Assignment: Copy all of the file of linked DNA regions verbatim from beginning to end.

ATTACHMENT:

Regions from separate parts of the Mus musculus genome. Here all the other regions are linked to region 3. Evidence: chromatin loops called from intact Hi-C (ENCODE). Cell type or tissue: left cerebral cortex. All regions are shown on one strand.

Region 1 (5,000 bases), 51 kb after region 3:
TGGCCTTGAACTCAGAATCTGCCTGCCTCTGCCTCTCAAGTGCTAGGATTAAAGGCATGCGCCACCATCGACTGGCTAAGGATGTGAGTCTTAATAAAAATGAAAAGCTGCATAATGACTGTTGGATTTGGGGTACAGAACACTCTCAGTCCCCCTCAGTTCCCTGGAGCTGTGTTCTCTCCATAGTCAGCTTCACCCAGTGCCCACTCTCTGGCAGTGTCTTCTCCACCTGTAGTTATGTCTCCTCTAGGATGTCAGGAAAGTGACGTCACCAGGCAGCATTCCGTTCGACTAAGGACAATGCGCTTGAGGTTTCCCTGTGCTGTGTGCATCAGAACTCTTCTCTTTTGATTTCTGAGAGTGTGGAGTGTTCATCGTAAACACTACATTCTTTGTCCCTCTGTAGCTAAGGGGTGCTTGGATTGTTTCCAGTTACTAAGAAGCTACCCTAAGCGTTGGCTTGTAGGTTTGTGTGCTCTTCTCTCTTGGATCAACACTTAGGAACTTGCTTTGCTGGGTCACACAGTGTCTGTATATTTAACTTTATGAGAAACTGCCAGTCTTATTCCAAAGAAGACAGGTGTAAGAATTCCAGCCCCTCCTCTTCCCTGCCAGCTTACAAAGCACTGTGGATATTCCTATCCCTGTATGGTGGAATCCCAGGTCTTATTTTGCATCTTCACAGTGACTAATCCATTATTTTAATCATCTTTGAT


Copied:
Regions from separate parts of the Mus musculus genome. Here all the other regions are linked to region 3. Evidence: chromatin loops called from intact Hi-C (ENCODE). Cell type or tissue: left cerebral cortex. All regions are shown on one strand.

Region 1 (5,000 bases), 51 kb after region 3:
TGGCCTTGAACTCAGAATCTGCCTGCCTCTGCCTCTCAAGTGCTAGGATTAAAGGCATGCGCCACCATCGACTGGCTAAGGATGTGAGTCTTAATAAAAATGAAAAGCTGCATAATGACTGTTGGATTTGGGGTACAGAACACTCTCAGTCCCCCTCAGTTCCCTGGAGCTGTGTTCTCTCCATAGTCAGCTTCACCCAGTGCCCACTCTCTGGCAGTGTCTTCTCCACCTGTAGTTATGTCTCCTCTAGGATGTCAGGAAAGTGACGTCACCAGGCAGCATTCCGTTCGACTAAGGACAATGCGCTTGAGGTTTCCCTGTGCTGTGTGCATCAGAACTCTTCTCTTTTGATTTCTGAGAGTGTGGAGTGTTCATCGTAAACACTACATTCTTTGTCCCTCTGTAGCTAAGGGGTGCTTGGATTGTTTCCAGTTACTAAGAAGCTACCCTAAGCGTTGGCTTGTAGGTTTGTGTGCTCTTCTCTCTTGGATCAACACTTAGGAACTTGCTTTGCTGGGTCACACAGTGTCTGTATATTTAACTTTATGAGAAACTGCCAGTCTTATTCCAAAGAAGACAGGTGTAAGAATTCCAGCCCCTCCTCTTCCCTGCCAGCTTACAAAGCACTGTGGATATTCCTATCCCTGTATGGTGGAATCCCAGGTCTTATTTTGCATCTTCACAGTGACTAATCCATTATTTTAATCATCTTTGAT